Former justice secretary says it is unfair to rate drivers’ risk depending on where they live

Jack Straw

Industry bosses have defended using postcodes as a criteria for underwriting after an attack on the practice by former justice secretary Jack Straw.

Straw warned insurers that they may lose their right to underwrite motor if they continue to use postcodes for ratings, saying that “parliament could take motor insurance out of the private sector”.

He said the practice was unfairly hiking motor premiums for his constituents in Blackburn, which has some of the poorest neighbourhoods in the north-west of England.

“My point is that the postcode is a very inadequate and crude surrogate for the pricing of this risk,” Straw told a Brokerbility audience at a conference in Leicester.

“It’s an easy one for the industry, because the data is available, but it’s wrong, and it has very serious social consequences if people are priced out of insurance.”

Straw said that postcode redlining also aggravated racial tension in his constituency, where many believed that the practice unfairly hiked up premiums in areas with a large proportion of Pakistani inhabitants.

Motor insurance is a social good, which parliament has let the private sector deliver, he said. “And that doesn’t mean private industry musn’t make a profit, but it does mean that private industry has to moderate the way it provides for certain risk in order to meet this social good,” he said.

Straw has been a powerful influence on government, having successfully lobbied for a ban on referral fees.

I don’t see anyone replacing postcode as a proxy any time soon”

Keith Morris, Sabre Insurance

Legislation proposed by Straw would prevent insurers “from isolating the level of risk arising from personal injury claims in an area smaller than Wales, or a standard English region”.

Straw made the proposal in a Ten Minute Rule bill. These rarely become law, but are often used by MPs to spread awareness about issues and judge support.

An ABI spokesman defended the use of postcodes for rating. “For motor it is only right to take into account where you live. But it is not the only criteria, it is one of many that insurers use,” he said.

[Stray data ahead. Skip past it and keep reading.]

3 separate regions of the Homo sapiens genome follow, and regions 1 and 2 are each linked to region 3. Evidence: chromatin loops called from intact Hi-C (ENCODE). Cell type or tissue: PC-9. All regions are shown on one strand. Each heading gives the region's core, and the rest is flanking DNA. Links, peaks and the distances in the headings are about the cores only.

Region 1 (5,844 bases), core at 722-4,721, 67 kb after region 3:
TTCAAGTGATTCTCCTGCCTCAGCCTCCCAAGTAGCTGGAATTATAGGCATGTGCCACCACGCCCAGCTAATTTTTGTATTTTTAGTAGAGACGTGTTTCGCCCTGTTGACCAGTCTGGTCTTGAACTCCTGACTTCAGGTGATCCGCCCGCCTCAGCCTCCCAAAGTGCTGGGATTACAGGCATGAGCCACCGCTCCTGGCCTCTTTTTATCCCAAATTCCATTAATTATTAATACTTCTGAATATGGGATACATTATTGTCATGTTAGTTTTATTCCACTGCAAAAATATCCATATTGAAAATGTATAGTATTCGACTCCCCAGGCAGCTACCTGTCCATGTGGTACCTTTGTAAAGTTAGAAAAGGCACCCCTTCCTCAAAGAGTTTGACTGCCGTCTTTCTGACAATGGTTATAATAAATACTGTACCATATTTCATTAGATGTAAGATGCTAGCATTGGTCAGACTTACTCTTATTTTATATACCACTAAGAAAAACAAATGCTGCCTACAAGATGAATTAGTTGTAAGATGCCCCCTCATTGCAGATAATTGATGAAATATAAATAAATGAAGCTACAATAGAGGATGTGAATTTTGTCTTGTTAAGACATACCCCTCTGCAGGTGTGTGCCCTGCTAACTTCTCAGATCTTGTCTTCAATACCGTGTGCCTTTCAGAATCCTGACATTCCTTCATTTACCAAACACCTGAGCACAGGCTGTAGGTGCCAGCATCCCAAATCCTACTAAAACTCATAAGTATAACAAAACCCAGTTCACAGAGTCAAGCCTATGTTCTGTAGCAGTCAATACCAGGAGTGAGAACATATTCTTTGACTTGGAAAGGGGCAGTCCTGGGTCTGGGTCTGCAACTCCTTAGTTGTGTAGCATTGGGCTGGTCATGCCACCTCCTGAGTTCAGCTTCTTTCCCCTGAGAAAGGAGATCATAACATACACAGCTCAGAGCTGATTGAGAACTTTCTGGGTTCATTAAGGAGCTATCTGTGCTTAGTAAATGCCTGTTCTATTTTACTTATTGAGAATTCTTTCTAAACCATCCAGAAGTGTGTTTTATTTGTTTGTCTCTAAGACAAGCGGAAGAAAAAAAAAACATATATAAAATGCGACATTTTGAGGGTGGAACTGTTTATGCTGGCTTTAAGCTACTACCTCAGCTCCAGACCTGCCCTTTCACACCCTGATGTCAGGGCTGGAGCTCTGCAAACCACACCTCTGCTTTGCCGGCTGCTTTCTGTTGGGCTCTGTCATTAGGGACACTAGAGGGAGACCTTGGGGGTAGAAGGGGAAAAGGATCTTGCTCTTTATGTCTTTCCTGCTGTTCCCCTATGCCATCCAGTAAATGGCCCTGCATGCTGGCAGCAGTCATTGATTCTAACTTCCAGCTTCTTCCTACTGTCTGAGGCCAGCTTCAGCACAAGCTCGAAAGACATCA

Sabre Insurance chairman Keith Morris also backed the practice. He said using postcodes was one of the best proxies for understanding the exact risk posed by each driver, and that it made rating more accurate.

He said: “I don’t see anyone replacing postcode as a proxy any time soon, so I think it is essential we are allowed to keep it until we can get to those underlying factors.”

Insurethebox director Naeem Ali said: “Like a typical politician, Straw is tackling the wrong issue.”

Ali says politicians should look at making it harder to for fraudsters to make illegitimate claims, instead of focusing on postcoding.

“The reason the premiums have gone up so much in some areas is because these deprived areas have a lot of claims management companies. That essentially has stimulated the tendency to make these illegitimate claims,” Ali said.

“If there was more protection in the law regarding these claims, it would start to correct the problem.”

Pass notes: The alternatives

Which model does Jack Straw want insurers to use?
Straw is happy for insurers to use any criteria except postcoding. He wants this to include their age, driving experience, convictions, type of car, how they use the car and where they keep it.

What could help insurers do this?
One possibility is personal lines telematics. This technology records and logs how someone drives, giving insurers a very individual view of the risk, but has not yet seen widespread adoption.

Why is Straw so involved in insurance?
Backbencher Straw is on a crusade to clean up personal lines insurance, inspired, he says, by letters from his constituents in Blackburn.

Can he actually achieve anything?
Straw’s Ten Minute Rule bill on motor regulation calls for an end to postcode rating, new standards on whiplash and a ban on referral fees. It’s unlikely to succeed, but it will certainly raise awareness in parliament.